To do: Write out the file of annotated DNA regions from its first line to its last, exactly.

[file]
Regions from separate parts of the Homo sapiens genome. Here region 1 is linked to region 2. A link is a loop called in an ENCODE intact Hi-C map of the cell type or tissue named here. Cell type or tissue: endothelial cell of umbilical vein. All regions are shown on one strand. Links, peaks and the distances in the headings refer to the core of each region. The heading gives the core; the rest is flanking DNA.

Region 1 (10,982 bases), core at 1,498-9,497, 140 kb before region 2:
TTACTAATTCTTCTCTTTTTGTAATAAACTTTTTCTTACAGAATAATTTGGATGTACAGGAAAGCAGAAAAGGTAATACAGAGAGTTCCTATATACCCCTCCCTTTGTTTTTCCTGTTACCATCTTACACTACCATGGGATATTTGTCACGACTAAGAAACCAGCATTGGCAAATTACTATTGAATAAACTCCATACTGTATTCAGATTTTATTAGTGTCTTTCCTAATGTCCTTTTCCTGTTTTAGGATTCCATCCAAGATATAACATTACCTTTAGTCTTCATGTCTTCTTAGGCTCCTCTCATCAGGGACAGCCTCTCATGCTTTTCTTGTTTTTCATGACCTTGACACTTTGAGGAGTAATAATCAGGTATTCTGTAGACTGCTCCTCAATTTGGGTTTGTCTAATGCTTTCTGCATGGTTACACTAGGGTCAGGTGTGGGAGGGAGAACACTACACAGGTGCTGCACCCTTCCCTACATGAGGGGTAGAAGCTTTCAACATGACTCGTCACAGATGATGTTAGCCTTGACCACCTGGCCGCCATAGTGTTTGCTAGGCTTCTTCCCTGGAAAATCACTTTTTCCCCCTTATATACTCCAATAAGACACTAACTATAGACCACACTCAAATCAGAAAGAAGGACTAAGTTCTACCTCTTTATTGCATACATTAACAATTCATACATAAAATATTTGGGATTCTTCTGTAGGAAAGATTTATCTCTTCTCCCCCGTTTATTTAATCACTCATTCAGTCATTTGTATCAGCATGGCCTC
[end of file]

Regions from separate parts of the Homo sapiens genome. Here region 1 is linked to region 2. A link is a loop called in an ENCODE intact Hi-C map of the cell type or tissue named here. Cell type or tissue: endothelial cell of umbilical vein. All regions are shown on one strand. Links, peaks and the distances in the headings refer to the core of each region. The heading gives the core; the rest is flanking DNA.

Region 1 (10,982 bases), core at 1,498-9,497, 140 kb before region 2:
TTACTAATTCTTCTCTTTTTGTAATAAACTTTTTCTTACAGAATAATTTGGATGTACAGGAAAGCAGAAAAGGTAATACAGAGAGTTCCTATATACCCCTCCCTTTGTTTTTCCTGTTACCATCTTACACTACCATGGGATATTTGTCACGACTAAGAAACCAGCATTGGCAAATTACTATTGAATAAACTCCATACTGTATTCAGATTTTATTAGTGTCTTTCCTAATGTCCTTTTCCTGTTTTAGGATTCCATCCAAGATATAACATTACCTTTAGTCTTCATGTCTTCTTAGGCTCCTCTCATCAGGGACAGCCTCTCATGCTTTTCTTGTTTTTCATGACCTTGACACTTTGAGGAGTAATAATCAGGTATTCTGTAGACTGCTCCTCAATTTGGGTTTGTCTAATGCTTTCTGCATGGTTACACTAGGGTCAGGTGTGGGAGGGAGAACACTACACAGGTGCTGCACCCTTCCCTACATGAGGGGTAGAAGCTTTCAACATGACTCGTCACAGATGATGTTAGCCTTGACCACCTGGCCGCCATAGTGTTTGCTAGGCTTCTTCCCTGGAAAATCACTTTTTCCCCCTTATATACTCCAATAAGACACTAACTATAGACCACACTCAAATCAGAAAGAAGGACTAAGTTCTACCTCTTTATTGCATACATTAACAATTCATACATAAAATATTTGGGATTCTTCTGTAGGAAAGATTTATCTCTTCTCCCCCGTTTATTTAATCACTCATTCAGTCATTTGTATCAGCATGGCCTC